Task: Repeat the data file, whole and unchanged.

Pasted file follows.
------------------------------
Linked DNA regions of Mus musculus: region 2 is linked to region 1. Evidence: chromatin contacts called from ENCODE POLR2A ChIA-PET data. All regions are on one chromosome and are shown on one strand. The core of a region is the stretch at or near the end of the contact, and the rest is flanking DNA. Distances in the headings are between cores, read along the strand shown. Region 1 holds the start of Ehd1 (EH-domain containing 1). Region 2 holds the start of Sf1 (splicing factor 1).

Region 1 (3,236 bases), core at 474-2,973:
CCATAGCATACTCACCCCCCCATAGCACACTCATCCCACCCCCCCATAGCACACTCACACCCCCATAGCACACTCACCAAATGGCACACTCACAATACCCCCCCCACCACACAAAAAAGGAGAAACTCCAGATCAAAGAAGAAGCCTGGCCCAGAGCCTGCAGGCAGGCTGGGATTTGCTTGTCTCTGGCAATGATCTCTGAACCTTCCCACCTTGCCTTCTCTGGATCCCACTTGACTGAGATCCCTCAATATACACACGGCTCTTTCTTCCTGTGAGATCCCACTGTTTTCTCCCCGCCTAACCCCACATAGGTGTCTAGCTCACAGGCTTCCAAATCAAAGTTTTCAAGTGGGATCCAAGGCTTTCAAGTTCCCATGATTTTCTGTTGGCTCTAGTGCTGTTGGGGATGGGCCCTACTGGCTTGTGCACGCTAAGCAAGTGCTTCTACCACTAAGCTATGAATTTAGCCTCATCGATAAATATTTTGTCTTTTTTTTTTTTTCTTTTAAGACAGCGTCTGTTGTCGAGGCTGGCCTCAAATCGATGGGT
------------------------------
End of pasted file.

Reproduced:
Linked DNA regions of Mus musculus: region 2 is linked to region 1. Evidence: chromatin contacts called from ENCODE POLR2A ChIA-PET data. All regions are on one chromosome and are shown on one strand. The core of a region is the stretch at or near the end of the contact, and the rest is flanking DNA. Distances in the headings are between cores, read along the strand shown. Region 1 holds the start of Ehd1 (EH-domain containing 1). Region 2 holds the start of Sf1 (splicing factor 1).

Region 1 (3,236 bases), core at 474-2,973:
CCATAGCATACTCACCCCCCCATAGCACACTCATCCCACCCCCCCATAGCACACTCACACCCCCATAGCACACTCACCAAATGGCACACTCACAATACCCCCCCCACCACACAAAAAAGGAGAAACTCCAGATCAAAGAAGAAGCCTGGCCCAGAGCCTGCAGGCAGGCTGGGATTTGCTTGTCTCTGGCAATGATCTCTGAACCTTCCCACCTTGCCTTCTCTGGATCCCACTTGACTGAGATCCCTCAATATACACACGGCTCTTTCTTCCTGTGAGATCCCACTGTTTTCTCCCCGCCTAACCCCACATAGGTGTCTAGCTCACAGGCTTCCAAATCAAAGTTTTCAAGTGGGATCCAAGGCTTTCAAGTTCCCATGATTTTCTGTTGGCTCTAGTGCTGTTGGGGATGGGCCCTACTGGCTTGTGCACGCTAAGCAAGTGCTTCTACCACTAAGCTATGAATTTAGCCTCATCGATAAATATTTTGTCTTTTTTTTTTTTTCTTTTAAGACAGCGTCTGTTGTCGAGGCTGGCCTCAAATCGATGGGT